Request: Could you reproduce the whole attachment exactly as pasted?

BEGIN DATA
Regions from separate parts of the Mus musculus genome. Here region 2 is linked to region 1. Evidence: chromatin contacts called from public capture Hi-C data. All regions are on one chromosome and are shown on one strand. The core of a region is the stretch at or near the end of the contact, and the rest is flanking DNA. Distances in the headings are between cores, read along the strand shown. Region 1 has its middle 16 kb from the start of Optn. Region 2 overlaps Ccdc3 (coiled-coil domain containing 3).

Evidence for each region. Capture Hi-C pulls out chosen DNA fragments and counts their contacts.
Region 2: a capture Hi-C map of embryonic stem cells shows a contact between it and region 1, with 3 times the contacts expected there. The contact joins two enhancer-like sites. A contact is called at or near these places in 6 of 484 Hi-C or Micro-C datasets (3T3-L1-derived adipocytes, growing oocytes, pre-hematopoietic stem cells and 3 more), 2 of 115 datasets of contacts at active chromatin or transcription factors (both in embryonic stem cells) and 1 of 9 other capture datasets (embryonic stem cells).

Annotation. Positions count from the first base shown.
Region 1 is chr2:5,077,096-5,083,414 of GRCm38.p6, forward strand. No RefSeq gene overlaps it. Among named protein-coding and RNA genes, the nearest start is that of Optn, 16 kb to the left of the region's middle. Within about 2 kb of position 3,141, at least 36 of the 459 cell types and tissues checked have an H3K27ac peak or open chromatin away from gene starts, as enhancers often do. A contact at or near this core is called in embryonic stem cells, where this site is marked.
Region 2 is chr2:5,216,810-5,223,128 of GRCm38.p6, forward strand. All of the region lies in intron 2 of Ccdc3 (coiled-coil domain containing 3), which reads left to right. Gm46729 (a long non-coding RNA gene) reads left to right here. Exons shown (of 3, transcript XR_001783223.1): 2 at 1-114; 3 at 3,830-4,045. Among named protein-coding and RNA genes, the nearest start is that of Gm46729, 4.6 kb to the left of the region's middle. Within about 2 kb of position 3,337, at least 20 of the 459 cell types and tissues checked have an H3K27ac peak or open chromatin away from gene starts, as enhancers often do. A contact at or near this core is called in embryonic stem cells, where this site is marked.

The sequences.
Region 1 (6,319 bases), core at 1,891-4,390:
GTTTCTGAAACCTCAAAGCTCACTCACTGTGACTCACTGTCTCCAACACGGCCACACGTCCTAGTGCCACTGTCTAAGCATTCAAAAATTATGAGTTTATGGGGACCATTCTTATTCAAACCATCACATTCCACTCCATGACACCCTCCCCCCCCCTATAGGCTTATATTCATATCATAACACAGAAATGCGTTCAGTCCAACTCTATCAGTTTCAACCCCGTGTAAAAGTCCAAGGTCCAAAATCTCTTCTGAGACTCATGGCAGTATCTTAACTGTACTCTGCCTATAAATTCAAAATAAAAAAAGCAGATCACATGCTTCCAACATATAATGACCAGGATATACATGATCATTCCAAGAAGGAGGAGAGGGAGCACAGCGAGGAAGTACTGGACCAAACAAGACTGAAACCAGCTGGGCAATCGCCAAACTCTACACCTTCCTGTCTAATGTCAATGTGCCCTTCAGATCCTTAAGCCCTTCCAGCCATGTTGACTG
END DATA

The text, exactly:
Regions from separate parts of the Mus musculus genome. Here region 2 is linked to region 1. Evidence: chromatin contacts called from public capture Hi-C data. All regions are on one chromosome and are shown on one strand. The core of a region is the stretch at or near the end of the contact, and the rest is flanking DNA. Distances in the headings are between cores, read along the strand shown. Region 1 has its middle 16 kb from the start of Optn. Region 2 overlaps Ccdc3 (coiled-coil domain containing 3).

Evidence for each region. Capture Hi-C pulls out chosen DNA fragments and counts their contacts.
Region 2: a capture Hi-C map of embryonic stem cells shows a contact between it and region 1, with 3 times the contacts expected there. The contact joins two enhancer-like sites. A contact is called at or near these places in 6 of 484 Hi-C or Micro-C datasets (3T3-L1-derived adipocytes, growing oocytes, pre-hematopoietic stem cells and 3 more), 2 of 115 datasets of contacts at active chromatin or transcription factors (both in embryonic stem cells) and 1 of 9 other capture datasets (embryonic stem cells).

Annotation. Positions count from the first base shown.
Region 1 is chr2:5,077,096-5,083,414 of GRCm38.p6, forward strand. No RefSeq gene overlaps it. Among named protein-coding and RNA genes, the nearest start is that of Optn, 16 kb to the left of the region's middle. Within about 2 kb of position 3,141, at least 36 of the 459 cell types and tissues checked have an H3K27ac peak or open chromatin away from gene starts, as enhancers often do. A contact at or near this core is called in embryonic stem cells, where this site is marked.
Region 2 is chr2:5,216,810-5,223,128 of GRCm38.p6, forward strand. All of the region lies in intron 2 of Ccdc3 (coiled-coil domain containing 3), which reads left to right. Gm46729 (a long non-coding RNA gene) reads left to right here. Exons shown (of 3, transcript XR_001783223.1): 2 at 1-114; 3 at 3,830-4,045. Among named protein-coding and RNA genes, the nearest start is that of Gm46729, 4.6 kb to the left of the region's middle. Within about 2 kb of position 3,337, at least 20 of the 459 cell types and tissues checked have an H3K27ac peak or open chromatin away from gene starts, as enhancers often do. A contact at or near this core is called in embryonic stem cells, where this site is marked.

The sequences.
Region 1 (6,319 bases), core at 1,891-4,390:
GTTTCTGAAACCTCAAAGCTCACTCACTGTGACTCACTGTCTCCAACACGGCCACACGTCCTAGTGCCACTGTCTAAGCATTCAAAAATTATGAGTTTATGGGGACCATTCTTATTCAAACCATCACATTCCACTCCATGACACCCTCCCCCCCCCTATAGGCTTATATTCATATCATAACACAGAAATGCGTTCAGTCCAACTCTATCAGTTTCAACCCCGTGTAAAAGTCCAAGGTCCAAAATCTCTTCTGAGACTCATGGCAGTATCTTAACTGTACTCTGCCTATAAATTCAAAATAAAAAAAGCAGATCACATGCTTCCAACATATAATGACCAGGATATACATGATCATTCCAAGAAGGAGGAGAGGGAGCACAGCGAGGAAGTACTGGACCAAACAAGACTGAAACCAGCTGGGCAATCGCCAAACTCTACACCTTCCTGTCTAATGTCAATGTGCCCTTCAGATCCTTAAGCCCTTCCAGCCATGTTGACTG